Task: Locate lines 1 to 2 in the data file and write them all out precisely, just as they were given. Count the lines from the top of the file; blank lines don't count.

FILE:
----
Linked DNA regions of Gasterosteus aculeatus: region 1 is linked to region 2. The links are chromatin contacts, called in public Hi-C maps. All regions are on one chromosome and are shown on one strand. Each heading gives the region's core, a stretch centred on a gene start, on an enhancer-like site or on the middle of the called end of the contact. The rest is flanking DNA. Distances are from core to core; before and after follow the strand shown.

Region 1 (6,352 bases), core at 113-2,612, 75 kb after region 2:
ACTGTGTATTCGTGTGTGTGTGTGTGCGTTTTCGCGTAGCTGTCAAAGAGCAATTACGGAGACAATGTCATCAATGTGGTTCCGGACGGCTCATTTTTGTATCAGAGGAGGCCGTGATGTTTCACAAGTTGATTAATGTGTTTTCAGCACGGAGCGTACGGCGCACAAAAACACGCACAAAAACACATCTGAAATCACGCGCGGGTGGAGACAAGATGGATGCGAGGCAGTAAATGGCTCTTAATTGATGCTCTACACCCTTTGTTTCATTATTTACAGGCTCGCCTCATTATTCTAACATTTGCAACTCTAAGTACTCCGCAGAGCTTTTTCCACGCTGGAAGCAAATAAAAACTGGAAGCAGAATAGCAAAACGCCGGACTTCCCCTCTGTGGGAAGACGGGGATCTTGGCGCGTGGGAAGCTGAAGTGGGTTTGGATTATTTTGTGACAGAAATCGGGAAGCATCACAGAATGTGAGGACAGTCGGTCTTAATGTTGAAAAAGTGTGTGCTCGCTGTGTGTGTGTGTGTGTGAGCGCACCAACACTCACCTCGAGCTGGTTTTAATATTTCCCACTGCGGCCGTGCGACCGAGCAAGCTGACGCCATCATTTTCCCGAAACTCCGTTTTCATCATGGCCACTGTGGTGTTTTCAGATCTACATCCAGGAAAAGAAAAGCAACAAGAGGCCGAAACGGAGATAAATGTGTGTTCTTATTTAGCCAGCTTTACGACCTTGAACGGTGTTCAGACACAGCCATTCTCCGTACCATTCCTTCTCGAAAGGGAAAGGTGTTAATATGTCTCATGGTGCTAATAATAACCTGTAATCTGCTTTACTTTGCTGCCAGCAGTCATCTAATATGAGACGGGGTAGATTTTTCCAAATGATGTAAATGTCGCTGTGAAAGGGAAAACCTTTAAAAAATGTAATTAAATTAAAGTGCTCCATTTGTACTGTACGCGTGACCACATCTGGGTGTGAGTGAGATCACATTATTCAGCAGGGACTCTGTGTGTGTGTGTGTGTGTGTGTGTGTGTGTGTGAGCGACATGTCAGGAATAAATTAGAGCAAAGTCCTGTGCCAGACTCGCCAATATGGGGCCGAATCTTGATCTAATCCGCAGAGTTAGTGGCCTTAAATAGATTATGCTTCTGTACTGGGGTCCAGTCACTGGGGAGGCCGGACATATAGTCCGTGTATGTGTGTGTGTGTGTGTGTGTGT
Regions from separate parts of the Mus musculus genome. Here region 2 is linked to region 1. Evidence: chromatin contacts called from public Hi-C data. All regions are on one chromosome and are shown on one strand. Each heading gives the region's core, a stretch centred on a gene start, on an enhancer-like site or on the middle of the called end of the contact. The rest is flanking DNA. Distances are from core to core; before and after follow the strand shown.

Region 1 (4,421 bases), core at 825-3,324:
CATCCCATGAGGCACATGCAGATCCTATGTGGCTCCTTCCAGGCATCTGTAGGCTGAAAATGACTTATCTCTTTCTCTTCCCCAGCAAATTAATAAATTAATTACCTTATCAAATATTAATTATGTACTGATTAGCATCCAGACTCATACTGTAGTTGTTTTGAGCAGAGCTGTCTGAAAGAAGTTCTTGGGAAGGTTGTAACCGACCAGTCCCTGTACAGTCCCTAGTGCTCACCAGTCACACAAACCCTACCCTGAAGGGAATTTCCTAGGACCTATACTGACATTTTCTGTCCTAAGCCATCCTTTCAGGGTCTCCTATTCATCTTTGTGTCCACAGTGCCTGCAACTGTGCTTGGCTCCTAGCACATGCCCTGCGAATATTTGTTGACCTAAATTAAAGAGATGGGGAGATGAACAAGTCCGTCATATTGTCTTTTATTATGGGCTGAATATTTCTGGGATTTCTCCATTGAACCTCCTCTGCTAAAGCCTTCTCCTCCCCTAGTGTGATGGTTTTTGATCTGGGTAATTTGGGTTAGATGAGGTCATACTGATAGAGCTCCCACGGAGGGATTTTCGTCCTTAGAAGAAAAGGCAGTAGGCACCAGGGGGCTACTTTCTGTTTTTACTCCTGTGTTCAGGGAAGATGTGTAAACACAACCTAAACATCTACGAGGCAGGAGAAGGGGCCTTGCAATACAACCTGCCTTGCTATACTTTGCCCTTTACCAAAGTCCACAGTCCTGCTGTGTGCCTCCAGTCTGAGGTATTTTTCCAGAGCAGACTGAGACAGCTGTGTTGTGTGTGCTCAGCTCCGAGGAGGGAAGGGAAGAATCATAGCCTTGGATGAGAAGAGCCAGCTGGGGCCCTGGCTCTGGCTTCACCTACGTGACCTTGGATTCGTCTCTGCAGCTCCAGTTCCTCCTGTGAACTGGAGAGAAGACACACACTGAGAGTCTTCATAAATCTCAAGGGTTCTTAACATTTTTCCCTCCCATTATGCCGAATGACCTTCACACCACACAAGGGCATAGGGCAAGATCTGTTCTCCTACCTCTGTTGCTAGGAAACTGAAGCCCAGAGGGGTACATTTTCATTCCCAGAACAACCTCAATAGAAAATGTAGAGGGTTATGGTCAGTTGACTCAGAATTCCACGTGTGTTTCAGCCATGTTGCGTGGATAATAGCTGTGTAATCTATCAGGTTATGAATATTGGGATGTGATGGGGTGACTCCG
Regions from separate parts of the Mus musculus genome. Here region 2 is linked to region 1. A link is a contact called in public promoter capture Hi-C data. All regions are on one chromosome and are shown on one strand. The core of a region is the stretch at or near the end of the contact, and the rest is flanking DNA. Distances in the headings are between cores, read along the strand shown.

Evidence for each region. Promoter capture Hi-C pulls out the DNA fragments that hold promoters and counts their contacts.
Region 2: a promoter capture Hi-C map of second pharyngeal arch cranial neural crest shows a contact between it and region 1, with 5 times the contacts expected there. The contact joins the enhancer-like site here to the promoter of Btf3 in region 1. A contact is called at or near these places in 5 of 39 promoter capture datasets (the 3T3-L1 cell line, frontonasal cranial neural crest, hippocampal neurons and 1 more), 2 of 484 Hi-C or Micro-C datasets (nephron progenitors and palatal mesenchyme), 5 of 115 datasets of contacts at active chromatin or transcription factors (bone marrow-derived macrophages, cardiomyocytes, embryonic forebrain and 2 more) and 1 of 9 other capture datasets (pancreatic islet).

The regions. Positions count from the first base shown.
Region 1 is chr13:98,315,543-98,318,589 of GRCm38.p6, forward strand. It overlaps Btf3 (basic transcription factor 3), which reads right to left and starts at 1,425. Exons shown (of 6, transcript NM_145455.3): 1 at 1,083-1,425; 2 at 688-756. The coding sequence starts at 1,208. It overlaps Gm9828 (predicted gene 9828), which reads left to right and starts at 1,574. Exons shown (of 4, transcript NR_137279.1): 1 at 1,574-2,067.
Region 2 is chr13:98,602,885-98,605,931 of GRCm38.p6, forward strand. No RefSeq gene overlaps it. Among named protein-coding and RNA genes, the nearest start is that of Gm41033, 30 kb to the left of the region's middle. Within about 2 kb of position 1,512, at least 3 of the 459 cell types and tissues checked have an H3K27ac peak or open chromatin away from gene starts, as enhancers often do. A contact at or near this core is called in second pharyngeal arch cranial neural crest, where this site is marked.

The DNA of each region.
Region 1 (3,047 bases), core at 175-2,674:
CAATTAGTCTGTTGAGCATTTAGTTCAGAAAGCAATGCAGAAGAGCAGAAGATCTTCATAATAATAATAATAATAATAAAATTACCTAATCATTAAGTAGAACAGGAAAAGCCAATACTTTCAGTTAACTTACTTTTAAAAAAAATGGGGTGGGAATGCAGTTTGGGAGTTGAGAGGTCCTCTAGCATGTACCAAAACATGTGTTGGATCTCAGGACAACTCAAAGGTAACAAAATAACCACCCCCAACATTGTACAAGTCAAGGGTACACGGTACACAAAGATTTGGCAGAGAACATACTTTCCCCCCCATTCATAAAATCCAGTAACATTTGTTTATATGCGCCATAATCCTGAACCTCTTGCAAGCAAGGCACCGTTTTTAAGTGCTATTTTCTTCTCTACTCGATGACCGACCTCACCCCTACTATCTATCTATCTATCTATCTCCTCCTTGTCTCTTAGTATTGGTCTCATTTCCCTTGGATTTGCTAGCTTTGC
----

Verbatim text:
Linked DNA regions of Gasterosteus aculeatus: region 1 is linked to region 2. The links are chromatin contacts, called in public Hi-C maps. All regions are on one chromosome and are shown on one strand. Each heading gives the region's core, a stretch centred on a gene start, on an enhancer-like site or on the middle of the called end of the contact. The rest is flanking DNA. Distances are from core to core; before and after follow the strand shown.

Region 1 (6,352 bases), core at 113-2,612, 75 kb after region 2: